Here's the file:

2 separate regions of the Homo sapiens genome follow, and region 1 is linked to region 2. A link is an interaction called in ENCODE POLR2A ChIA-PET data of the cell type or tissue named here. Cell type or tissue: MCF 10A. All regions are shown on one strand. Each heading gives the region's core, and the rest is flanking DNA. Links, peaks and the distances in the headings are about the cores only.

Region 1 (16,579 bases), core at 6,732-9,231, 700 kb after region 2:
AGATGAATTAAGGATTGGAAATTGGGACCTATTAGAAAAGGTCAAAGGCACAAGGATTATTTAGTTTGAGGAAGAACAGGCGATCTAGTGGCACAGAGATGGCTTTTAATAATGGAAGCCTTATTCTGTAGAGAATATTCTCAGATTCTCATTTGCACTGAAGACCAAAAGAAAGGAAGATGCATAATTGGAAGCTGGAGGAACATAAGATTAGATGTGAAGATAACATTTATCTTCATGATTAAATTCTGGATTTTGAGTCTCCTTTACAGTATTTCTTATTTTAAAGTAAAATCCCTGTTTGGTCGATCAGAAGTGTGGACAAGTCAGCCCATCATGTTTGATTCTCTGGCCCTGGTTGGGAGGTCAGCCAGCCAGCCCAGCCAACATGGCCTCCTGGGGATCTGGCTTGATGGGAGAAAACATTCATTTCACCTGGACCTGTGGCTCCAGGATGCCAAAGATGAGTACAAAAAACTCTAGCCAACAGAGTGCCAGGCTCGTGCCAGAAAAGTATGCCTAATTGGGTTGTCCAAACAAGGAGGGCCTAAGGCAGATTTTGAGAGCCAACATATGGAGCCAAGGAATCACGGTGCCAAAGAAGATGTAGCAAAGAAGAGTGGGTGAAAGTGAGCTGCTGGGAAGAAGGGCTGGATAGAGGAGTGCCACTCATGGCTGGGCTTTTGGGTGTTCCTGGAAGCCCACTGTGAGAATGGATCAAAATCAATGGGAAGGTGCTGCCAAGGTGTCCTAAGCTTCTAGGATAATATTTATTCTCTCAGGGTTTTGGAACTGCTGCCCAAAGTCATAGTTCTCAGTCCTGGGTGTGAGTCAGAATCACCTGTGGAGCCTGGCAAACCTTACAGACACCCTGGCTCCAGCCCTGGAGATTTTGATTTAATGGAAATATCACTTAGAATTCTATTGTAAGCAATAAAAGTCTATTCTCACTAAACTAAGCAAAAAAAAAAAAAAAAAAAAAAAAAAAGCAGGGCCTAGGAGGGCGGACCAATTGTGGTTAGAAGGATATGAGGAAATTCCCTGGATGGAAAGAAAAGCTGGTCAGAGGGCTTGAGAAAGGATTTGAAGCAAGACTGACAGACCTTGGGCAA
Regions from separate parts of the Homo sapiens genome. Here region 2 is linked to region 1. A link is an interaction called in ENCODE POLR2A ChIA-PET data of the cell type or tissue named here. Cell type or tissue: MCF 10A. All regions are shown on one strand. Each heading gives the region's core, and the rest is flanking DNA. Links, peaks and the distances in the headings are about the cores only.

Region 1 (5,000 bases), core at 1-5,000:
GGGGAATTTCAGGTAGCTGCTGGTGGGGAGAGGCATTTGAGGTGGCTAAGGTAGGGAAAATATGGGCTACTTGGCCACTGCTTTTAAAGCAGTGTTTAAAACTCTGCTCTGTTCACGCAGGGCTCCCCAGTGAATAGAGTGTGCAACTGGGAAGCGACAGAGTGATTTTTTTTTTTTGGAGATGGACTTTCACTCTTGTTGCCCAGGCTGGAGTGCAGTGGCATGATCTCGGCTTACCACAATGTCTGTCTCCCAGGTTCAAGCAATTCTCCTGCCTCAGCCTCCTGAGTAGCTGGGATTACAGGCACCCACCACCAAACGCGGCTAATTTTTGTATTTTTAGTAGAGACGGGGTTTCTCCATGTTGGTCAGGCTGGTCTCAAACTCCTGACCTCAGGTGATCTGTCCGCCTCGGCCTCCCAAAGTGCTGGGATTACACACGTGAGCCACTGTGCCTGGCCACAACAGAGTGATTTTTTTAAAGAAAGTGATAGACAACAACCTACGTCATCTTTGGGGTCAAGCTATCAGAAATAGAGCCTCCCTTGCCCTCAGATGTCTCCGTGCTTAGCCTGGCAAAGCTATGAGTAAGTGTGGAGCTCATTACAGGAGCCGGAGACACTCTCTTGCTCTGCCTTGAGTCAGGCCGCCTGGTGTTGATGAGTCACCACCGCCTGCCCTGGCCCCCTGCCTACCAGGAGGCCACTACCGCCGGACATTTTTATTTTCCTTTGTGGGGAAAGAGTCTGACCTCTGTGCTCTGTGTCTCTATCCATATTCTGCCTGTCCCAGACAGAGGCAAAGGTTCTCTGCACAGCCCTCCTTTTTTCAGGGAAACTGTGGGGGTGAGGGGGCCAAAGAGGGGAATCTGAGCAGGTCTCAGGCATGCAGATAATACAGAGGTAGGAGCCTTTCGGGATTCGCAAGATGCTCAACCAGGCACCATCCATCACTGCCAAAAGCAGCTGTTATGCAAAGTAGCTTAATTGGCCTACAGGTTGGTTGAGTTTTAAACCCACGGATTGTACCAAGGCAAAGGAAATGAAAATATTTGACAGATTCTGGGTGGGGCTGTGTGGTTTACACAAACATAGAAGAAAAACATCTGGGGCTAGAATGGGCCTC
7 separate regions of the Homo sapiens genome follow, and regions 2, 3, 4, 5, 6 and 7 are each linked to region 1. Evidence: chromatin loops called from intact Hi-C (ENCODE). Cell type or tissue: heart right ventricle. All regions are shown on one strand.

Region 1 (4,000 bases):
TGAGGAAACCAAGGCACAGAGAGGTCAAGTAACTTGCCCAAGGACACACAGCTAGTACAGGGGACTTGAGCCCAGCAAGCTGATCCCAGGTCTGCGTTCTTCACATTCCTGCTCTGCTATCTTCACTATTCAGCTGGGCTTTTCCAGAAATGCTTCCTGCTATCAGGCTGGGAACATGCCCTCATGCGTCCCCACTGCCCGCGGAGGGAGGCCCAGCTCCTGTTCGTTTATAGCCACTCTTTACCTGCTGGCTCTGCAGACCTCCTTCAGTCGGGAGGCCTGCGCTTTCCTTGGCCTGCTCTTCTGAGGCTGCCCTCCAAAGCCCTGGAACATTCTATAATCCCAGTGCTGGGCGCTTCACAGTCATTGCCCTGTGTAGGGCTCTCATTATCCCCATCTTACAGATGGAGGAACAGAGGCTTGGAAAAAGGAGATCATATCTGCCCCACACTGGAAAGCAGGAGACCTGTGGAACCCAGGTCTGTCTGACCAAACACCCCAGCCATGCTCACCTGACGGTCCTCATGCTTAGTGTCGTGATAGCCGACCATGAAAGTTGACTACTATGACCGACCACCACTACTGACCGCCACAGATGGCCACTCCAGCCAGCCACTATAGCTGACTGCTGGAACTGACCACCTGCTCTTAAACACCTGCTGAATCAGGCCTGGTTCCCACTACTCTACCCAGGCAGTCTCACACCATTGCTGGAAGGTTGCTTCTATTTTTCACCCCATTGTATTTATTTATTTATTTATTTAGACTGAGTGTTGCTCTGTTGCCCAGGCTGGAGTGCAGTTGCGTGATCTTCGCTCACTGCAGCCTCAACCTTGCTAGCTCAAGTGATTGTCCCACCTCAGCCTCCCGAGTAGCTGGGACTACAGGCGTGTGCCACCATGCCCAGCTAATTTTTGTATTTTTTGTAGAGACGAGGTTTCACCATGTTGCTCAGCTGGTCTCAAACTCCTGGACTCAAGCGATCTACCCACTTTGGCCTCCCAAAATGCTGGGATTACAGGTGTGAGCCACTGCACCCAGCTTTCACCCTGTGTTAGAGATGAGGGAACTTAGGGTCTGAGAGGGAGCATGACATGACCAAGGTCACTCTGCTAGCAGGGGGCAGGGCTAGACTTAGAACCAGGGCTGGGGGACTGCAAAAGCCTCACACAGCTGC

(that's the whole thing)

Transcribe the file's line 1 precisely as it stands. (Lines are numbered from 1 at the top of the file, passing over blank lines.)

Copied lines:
2 separate regions of the Homo sapiens genome follow, and region 1 is linked to region 2. A link is an interaction called in ENCODE POLR2A ChIA-PET data of the cell type or tissue named here. Cell type or tissue: MCF 10A. All regions are shown on one strand. Each heading gives the region's core, and the rest is flanking DNA. Links, peaks and the distances in the headings are about the cores only.